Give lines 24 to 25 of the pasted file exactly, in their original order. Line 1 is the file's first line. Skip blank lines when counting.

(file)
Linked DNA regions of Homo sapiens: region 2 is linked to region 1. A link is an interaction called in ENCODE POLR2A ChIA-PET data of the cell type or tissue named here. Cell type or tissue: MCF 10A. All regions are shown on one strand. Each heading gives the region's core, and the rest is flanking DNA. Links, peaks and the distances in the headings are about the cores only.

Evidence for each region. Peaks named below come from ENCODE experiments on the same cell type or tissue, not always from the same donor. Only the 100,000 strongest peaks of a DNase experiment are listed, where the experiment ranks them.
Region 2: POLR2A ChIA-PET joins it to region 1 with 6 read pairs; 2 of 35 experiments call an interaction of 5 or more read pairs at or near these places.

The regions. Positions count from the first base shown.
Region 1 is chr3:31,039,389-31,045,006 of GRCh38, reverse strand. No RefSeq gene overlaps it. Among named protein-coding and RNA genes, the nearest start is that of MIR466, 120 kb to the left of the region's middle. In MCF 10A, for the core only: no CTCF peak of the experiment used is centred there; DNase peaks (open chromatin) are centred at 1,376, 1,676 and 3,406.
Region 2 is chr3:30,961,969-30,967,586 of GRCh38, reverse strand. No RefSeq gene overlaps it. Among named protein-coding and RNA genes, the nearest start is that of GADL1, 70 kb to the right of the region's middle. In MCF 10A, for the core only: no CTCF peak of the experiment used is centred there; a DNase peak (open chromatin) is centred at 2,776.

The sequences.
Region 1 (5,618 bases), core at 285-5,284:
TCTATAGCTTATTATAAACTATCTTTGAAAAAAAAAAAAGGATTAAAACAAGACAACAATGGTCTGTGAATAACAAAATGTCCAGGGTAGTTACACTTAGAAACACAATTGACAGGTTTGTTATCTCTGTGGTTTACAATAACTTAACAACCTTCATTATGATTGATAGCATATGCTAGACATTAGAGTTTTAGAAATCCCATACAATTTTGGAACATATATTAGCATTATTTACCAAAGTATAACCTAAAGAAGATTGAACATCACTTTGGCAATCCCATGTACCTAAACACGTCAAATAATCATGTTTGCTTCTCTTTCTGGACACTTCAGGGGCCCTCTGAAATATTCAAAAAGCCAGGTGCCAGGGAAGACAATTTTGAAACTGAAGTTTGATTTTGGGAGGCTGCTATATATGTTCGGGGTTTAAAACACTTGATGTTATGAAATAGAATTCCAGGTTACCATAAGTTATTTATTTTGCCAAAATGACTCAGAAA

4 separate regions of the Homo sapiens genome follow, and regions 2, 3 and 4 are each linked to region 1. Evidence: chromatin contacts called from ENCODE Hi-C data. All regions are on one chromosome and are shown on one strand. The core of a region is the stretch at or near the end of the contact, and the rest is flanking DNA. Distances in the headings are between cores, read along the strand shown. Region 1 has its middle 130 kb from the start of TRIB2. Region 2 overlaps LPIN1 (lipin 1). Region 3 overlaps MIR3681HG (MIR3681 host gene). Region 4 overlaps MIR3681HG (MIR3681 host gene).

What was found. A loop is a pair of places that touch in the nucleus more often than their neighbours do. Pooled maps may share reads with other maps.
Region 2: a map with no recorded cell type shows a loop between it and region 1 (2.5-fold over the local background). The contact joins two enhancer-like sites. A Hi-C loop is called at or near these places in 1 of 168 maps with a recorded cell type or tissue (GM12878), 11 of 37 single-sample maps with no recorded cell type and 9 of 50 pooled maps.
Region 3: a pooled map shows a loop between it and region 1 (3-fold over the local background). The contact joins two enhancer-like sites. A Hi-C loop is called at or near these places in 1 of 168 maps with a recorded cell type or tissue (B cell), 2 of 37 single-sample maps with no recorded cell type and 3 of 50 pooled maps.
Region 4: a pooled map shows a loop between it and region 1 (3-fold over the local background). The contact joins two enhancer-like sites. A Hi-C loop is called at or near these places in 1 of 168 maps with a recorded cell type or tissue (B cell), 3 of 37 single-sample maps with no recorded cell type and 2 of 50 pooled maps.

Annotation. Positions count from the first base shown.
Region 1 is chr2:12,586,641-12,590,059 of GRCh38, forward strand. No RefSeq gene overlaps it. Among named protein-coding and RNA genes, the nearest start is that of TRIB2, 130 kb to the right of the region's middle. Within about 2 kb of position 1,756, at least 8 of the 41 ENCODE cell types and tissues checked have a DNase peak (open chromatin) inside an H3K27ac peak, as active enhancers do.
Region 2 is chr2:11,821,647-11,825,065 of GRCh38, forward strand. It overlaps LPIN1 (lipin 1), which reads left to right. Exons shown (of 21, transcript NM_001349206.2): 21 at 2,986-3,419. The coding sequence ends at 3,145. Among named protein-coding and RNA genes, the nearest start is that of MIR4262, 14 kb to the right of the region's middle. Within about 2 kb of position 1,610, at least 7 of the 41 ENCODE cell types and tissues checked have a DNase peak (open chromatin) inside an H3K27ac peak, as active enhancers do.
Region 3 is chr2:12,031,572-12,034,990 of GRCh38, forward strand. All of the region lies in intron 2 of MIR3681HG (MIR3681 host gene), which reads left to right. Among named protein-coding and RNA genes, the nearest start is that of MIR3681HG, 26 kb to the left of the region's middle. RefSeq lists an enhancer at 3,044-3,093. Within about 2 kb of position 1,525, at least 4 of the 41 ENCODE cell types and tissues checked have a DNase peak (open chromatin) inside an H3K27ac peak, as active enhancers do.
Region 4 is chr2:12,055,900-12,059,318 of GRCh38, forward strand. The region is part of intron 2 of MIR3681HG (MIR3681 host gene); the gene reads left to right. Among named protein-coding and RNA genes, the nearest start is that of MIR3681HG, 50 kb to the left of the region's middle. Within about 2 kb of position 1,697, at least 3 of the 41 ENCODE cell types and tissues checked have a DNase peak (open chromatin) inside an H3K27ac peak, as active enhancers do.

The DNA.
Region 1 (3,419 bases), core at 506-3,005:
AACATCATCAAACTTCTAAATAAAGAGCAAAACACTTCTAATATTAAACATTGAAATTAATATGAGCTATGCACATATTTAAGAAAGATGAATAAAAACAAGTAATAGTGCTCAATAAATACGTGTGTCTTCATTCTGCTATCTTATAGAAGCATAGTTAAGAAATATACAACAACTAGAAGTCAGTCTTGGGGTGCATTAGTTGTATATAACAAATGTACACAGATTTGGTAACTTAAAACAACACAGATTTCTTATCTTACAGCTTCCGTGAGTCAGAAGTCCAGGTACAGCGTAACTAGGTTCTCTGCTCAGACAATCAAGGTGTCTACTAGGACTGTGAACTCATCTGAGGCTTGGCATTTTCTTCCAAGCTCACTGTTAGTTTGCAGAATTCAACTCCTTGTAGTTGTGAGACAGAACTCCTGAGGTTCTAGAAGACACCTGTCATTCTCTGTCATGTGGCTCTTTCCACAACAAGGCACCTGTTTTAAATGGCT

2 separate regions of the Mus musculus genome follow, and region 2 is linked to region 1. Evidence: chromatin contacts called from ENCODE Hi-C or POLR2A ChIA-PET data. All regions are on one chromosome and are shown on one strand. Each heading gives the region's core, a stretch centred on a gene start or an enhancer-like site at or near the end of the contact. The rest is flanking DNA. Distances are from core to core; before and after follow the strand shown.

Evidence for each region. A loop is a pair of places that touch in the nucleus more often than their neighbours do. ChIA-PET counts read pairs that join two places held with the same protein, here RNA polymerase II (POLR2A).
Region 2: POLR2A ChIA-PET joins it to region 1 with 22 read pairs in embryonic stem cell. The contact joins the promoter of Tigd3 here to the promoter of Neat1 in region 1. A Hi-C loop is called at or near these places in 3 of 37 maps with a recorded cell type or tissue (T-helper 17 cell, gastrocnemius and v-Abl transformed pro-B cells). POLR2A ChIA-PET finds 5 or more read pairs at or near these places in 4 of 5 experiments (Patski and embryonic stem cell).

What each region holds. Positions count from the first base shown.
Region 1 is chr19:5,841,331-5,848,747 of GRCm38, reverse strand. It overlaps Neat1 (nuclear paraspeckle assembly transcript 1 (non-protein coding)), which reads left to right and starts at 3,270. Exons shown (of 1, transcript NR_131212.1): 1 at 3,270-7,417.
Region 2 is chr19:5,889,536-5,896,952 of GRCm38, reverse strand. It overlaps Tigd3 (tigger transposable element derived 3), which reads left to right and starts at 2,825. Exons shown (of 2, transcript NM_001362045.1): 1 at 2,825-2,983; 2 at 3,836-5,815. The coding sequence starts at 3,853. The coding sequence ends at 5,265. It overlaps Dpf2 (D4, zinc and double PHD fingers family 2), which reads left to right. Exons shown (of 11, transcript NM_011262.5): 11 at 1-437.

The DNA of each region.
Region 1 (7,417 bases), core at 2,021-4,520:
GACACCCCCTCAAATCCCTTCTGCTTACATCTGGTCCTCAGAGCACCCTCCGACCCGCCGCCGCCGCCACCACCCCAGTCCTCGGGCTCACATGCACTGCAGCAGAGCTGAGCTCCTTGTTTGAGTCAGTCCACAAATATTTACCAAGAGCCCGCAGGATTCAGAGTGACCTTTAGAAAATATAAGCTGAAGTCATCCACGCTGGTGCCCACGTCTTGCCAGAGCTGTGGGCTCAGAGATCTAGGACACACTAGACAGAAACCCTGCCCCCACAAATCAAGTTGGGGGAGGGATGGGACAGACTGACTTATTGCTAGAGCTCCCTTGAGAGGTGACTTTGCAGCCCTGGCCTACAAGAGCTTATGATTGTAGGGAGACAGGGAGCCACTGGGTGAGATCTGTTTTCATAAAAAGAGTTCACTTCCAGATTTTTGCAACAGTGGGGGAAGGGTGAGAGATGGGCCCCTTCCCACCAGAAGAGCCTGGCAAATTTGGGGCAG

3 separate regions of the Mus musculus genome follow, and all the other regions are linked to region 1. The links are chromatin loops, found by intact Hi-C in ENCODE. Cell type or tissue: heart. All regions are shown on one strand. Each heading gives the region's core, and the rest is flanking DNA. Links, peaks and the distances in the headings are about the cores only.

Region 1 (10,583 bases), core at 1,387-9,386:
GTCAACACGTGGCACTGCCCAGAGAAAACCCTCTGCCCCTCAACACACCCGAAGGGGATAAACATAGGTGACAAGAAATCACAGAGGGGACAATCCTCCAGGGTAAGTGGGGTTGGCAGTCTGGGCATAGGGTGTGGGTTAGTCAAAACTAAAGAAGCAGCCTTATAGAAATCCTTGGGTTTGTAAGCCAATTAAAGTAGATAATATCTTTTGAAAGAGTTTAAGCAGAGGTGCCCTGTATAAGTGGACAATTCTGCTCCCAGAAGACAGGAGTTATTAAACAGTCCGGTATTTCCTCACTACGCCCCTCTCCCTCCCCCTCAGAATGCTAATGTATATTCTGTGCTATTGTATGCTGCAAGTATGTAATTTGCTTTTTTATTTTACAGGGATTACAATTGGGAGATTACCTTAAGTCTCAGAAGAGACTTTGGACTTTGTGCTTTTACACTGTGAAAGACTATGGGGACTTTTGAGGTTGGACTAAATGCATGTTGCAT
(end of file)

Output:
Evidence for each region. A loop is a pair of places that touch in the nucleus more often than their neighbours do. ChIA-PET counts read pairs that join two places held with the same protein, here RNA polymerase II (POLR2A).
Region 2: POLR2A ChIA-PET joins it to region 1 with 22 read pairs in embryonic stem cell. The contact joins the promoter of Tigd3 here to the promoter of Neat1 in region 1. A Hi-C loop is called at or near these places in 3 of 37 maps with a recorded cell type or tissue (T-helper 17 cell, gastrocnemius and v-Abl transformed pro-B cells). POLR2A ChIA-PET finds 5 or more read pairs at or near these places in 4 of 5 experiments (Patski and embryonic stem cell).